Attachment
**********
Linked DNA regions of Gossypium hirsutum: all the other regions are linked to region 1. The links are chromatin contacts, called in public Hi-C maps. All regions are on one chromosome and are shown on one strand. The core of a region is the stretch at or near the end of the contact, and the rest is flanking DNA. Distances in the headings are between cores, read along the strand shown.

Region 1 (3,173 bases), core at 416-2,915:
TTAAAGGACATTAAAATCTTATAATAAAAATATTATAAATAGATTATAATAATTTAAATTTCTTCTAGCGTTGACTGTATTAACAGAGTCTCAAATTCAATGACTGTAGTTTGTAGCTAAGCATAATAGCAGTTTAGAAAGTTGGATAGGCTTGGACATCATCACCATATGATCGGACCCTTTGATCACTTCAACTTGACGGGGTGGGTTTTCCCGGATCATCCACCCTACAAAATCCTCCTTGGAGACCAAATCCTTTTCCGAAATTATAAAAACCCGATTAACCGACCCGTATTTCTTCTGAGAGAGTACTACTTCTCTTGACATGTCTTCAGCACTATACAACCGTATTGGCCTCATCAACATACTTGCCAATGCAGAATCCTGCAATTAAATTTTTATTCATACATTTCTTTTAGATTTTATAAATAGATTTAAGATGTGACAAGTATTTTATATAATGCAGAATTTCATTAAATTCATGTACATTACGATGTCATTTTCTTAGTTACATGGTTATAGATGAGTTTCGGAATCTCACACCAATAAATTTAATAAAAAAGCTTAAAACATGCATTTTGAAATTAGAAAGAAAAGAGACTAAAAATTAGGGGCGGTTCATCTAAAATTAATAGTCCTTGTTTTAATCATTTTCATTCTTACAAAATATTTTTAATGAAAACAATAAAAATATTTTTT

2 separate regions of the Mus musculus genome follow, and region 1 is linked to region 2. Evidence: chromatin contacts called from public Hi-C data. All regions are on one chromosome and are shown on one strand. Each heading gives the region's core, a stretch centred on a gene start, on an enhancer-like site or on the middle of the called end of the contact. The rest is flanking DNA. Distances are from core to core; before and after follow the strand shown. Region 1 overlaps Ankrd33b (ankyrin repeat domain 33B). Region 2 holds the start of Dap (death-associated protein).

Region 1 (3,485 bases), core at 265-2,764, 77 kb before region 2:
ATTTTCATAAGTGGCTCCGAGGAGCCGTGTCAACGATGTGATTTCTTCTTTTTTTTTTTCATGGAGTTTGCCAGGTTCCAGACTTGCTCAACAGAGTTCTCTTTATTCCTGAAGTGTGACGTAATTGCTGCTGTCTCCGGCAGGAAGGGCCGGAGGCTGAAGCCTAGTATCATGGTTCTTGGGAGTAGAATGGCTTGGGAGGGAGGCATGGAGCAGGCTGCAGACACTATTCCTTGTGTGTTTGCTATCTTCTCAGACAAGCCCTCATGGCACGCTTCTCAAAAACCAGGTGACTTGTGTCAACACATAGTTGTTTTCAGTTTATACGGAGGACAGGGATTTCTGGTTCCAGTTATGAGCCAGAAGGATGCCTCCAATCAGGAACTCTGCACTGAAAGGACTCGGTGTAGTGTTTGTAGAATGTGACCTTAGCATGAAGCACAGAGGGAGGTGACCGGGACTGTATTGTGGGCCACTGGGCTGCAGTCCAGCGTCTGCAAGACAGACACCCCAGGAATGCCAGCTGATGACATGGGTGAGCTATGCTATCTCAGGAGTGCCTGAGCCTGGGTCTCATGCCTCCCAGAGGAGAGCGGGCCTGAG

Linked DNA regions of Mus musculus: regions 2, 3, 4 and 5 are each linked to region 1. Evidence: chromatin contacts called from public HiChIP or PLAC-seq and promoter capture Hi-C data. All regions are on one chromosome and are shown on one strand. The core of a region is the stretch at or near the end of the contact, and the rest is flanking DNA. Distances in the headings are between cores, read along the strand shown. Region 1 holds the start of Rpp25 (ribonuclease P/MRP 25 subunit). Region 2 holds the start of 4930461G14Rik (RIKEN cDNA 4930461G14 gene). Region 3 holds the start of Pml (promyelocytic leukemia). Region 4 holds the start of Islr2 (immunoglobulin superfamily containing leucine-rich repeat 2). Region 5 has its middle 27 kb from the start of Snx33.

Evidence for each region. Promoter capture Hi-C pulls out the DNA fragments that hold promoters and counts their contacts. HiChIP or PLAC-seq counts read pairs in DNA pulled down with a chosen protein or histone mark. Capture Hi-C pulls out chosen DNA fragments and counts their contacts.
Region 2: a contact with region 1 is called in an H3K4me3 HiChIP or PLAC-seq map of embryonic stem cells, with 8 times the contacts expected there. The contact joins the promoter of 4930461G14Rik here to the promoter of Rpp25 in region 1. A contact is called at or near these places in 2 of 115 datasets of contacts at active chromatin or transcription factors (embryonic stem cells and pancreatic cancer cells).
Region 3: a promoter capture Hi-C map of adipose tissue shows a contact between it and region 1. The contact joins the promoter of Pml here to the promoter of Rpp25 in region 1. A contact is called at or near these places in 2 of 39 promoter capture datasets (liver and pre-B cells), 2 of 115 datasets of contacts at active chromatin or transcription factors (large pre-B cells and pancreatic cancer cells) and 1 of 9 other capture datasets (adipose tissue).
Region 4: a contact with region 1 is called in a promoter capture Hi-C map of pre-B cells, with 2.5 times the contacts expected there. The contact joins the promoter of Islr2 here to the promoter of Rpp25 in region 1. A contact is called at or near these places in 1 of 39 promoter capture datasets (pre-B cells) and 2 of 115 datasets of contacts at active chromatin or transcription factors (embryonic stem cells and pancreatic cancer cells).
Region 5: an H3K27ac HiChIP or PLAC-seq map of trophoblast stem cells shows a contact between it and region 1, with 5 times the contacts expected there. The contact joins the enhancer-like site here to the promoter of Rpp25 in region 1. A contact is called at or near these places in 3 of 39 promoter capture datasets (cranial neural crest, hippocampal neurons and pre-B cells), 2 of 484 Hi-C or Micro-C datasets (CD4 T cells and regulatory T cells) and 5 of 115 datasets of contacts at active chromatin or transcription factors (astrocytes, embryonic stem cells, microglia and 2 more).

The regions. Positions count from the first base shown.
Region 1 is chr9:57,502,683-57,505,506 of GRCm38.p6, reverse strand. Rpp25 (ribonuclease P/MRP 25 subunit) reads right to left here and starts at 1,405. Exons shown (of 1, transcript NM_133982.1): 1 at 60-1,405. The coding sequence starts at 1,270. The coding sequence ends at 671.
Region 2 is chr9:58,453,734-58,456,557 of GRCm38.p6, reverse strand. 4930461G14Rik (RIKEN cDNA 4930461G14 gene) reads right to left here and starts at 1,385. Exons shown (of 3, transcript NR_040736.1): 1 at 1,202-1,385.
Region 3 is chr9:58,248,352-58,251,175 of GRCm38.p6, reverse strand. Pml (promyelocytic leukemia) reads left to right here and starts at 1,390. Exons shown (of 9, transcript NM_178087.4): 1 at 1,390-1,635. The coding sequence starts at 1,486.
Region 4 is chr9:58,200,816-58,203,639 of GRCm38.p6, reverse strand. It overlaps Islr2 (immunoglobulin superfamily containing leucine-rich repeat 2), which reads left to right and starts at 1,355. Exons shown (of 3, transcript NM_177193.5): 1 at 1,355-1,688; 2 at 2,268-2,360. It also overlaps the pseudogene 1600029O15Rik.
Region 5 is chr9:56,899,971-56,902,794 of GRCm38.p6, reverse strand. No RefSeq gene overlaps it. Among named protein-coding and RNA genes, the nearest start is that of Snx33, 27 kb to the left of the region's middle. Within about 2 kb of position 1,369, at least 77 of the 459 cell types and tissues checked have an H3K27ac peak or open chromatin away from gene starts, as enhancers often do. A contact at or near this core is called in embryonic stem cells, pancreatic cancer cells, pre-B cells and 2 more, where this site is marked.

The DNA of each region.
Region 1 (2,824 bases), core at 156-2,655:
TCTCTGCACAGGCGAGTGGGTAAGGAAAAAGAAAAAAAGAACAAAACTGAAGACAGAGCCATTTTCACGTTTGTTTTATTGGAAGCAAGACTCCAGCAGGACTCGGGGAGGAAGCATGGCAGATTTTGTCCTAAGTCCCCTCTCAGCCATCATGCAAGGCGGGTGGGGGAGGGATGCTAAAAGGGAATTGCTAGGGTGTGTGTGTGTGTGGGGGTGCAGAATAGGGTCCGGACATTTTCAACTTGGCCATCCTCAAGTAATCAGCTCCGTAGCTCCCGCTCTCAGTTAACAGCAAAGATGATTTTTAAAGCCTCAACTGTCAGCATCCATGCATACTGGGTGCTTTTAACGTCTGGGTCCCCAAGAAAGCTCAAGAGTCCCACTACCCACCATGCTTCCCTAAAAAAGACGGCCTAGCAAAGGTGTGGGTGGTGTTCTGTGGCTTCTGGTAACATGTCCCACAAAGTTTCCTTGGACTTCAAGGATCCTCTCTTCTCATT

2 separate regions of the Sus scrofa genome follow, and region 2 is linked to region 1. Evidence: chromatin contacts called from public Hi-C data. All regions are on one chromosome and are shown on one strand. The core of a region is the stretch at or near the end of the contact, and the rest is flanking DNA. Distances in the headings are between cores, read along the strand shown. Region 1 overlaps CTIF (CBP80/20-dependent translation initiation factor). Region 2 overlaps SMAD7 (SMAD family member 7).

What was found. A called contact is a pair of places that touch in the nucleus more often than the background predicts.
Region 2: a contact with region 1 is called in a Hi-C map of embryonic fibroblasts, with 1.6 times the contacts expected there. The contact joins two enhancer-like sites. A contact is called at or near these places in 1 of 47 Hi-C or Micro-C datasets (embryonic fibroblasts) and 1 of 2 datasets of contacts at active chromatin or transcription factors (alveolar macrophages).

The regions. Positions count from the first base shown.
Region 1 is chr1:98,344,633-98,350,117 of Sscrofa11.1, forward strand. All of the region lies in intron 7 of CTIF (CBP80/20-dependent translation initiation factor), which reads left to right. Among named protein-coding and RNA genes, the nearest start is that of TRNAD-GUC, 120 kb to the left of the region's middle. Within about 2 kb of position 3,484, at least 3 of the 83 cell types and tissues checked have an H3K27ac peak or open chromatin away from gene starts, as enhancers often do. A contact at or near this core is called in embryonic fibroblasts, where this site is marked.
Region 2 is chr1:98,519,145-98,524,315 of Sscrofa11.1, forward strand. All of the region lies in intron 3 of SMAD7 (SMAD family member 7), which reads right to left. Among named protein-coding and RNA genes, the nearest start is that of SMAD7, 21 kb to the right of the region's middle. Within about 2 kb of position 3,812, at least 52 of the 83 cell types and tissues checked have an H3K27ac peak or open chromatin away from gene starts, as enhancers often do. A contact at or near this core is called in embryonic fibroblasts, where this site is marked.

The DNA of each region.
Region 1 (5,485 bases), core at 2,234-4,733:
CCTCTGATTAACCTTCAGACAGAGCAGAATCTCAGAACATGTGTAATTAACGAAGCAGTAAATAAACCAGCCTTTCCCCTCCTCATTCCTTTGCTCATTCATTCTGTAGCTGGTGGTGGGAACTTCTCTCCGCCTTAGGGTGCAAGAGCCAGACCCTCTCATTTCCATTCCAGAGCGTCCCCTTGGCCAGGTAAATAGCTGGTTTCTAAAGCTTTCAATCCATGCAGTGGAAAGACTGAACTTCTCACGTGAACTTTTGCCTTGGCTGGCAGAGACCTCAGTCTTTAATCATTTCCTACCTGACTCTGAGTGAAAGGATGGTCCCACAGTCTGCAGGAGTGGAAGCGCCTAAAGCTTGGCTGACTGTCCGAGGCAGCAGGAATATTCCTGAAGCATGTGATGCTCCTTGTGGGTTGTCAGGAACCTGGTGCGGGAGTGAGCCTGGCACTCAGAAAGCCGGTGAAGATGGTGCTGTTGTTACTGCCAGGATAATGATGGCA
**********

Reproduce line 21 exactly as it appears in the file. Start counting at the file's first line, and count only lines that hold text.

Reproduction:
TCTCTGCACAGGCGAGTGGGTAAGGAAAAAGAAAAAAAGAACAAAACTGAAGACAGAGCCATTTTCACGTTTGTTTTATTGGAAGCAAGACTCCAGCAGGACTCGGGGAGGAAGCATGGCAGATTTTGTCCTAAGTCCCCTCTCAGCCATCATGCAAGGCGGGTGGGGGAGGGATGCTAAAAGGGAATTGCTAGGGTGTGTGTGTGTGTGGGGGTGCAGAATAGGGTCCGGACATTTTCAACTTGGCCATCCTCAAGTAATCAGCTCCGTAGCTCCCGCTCTCAGTTAACAGCAAAGATGATTTTTAAAGCCTCAACTGTCAGCATCCATGCATACTGGGTGCTTTTAACGTCTGGGTCCCCAAGAAAGCTCAAGAGTCCCACTACCCACCATGCTTCCCTAAAAAAGACGGCCTAGCAAAGGTGTGGGTGGTGTTCTGTGGCTTCTGGTAACATGTCCCACAAAGTTTCCTTGGACTTCAAGGATCCTCTCTTCTCATT